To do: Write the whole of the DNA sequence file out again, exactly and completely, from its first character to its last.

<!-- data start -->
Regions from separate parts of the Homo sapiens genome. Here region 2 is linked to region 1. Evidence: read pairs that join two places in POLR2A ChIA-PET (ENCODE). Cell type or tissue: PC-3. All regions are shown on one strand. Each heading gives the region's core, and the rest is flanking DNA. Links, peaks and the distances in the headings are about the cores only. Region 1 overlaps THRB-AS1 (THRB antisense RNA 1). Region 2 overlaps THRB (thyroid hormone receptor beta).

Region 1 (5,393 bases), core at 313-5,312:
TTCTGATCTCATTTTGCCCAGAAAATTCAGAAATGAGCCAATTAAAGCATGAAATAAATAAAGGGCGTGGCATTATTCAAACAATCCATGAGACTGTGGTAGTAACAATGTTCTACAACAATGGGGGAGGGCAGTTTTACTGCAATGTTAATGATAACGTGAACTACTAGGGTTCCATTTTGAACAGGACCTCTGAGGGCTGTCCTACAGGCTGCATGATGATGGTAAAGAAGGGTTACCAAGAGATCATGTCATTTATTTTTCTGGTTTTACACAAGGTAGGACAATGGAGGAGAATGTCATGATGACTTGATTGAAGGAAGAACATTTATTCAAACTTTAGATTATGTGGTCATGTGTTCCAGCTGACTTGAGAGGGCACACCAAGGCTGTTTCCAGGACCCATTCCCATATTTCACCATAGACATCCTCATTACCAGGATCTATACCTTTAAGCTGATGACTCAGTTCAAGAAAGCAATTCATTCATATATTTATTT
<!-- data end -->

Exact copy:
Regions from separate parts of the Homo sapiens genome. Here region 2 is linked to region 1. Evidence: read pairs that join two places in POLR2A ChIA-PET (ENCODE). Cell type or tissue: PC-3. All regions are shown on one strand. Each heading gives the region's core, and the rest is flanking DNA. Links, peaks and the distances in the headings are about the cores only. Region 1 overlaps THRB-AS1 (THRB antisense RNA 1). Region 2 overlaps THRB (thyroid hormone receptor beta).

Region 1 (5,393 bases), core at 313-5,312:
TTCTGATCTCATTTTGCCCAGAAAATTCAGAAATGAGCCAATTAAAGCATGAAATAAATAAAGGGCGTGGCATTATTCAAACAATCCATGAGACTGTGGTAGTAACAATGTTCTACAACAATGGGGGAGGGCAGTTTTACTGCAATGTTAATGATAACGTGAACTACTAGGGTTCCATTTTGAACAGGACCTCTGAGGGCTGTCCTACAGGCTGCATGATGATGGTAAAGAAGGGTTACCAAGAGATCATGTCATTTATTTTTCTGGTTTTACACAAGGTAGGACAATGGAGGAGAATGTCATGATGACTTGATTGAAGGAAGAACATTTATTCAAACTTTAGATTATGTGGTCATGTGTTCCAGCTGACTTGAGAGGGCACACCAAGGCTGTTTCCAGGACCCATTCCCATATTTCACCATAGACATCCTCATTACCAGGATCTATACCTTTAAGCTGATGACTCAGTTCAAGAAAGCAATTCATTCATATATTTATTT